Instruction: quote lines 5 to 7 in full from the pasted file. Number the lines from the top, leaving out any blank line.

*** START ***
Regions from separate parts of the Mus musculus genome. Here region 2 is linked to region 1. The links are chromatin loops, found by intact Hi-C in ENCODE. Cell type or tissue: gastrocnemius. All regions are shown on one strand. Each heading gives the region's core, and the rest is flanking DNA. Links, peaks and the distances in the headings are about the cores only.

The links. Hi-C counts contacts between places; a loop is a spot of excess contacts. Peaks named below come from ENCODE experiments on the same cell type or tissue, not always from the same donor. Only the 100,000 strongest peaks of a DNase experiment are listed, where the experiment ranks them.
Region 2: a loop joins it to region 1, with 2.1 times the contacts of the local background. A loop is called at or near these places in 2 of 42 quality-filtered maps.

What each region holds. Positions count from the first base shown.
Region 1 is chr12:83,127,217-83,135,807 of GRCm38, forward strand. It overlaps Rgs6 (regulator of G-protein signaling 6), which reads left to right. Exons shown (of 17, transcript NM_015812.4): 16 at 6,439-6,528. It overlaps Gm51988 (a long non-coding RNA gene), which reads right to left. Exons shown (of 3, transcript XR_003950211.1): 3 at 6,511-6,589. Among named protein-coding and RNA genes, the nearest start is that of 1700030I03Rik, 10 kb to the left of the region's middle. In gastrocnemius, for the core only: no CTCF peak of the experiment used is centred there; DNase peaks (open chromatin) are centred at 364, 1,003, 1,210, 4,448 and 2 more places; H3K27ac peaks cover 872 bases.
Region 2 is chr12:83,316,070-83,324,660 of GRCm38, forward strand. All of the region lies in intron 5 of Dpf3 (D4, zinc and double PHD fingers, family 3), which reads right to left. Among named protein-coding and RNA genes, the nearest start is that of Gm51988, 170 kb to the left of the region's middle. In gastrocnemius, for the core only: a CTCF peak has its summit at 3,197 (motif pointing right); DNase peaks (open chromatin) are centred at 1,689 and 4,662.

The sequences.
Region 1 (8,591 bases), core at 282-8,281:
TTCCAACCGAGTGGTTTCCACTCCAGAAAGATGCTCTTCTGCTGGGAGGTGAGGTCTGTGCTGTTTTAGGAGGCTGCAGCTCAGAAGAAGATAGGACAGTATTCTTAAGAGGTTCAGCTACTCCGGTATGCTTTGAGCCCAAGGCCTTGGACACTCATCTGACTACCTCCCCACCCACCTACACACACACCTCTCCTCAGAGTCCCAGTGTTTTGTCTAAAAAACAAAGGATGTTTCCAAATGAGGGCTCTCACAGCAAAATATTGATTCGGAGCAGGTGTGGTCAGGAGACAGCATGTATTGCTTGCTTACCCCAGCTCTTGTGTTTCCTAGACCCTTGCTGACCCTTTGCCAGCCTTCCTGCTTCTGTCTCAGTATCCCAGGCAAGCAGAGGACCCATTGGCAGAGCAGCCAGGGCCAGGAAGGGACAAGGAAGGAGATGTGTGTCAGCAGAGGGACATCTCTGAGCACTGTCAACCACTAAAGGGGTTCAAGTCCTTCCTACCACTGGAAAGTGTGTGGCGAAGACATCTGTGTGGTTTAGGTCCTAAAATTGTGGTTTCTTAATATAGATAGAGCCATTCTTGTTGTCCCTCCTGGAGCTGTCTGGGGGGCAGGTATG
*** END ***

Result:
Region 1 is chr12:83,127,217-83,135,807 of GRCm38, forward strand. It overlaps Rgs6 (regulator of G-protein signaling 6), which reads left to right. Exons shown (of 17, transcript NM_015812.4): 16 at 6,439-6,528. It overlaps Gm51988 (a long non-coding RNA gene), which reads right to left. Exons shown (of 3, transcript XR_003950211.1): 3 at 6,511-6,589. Among named protein-coding and RNA genes, the nearest start is that of 1700030I03Rik, 10 kb to the left of the region's middle. In gastrocnemius, for the core only: no CTCF peak of the experiment used is centred there; DNase peaks (open chromatin) are centred at 364, 1,003, 1,210, 4,448 and 2 more places; H3K27ac peaks cover 872 bases.
Region 2 is chr12:83,316,070-83,324,660 of GRCm38, forward strand. All of the region lies in intron 5 of Dpf3 (D4, zinc and double PHD fingers, family 3), which reads right to left. Among named protein-coding and RNA genes, the nearest start is that of Gm51988, 170 kb to the left of the region's middle. In gastrocnemius, for the core only: a CTCF peak has its summit at 3,197 (motif pointing right); DNase peaks (open chromatin) are centred at 1,689 and 4,662.

The sequences.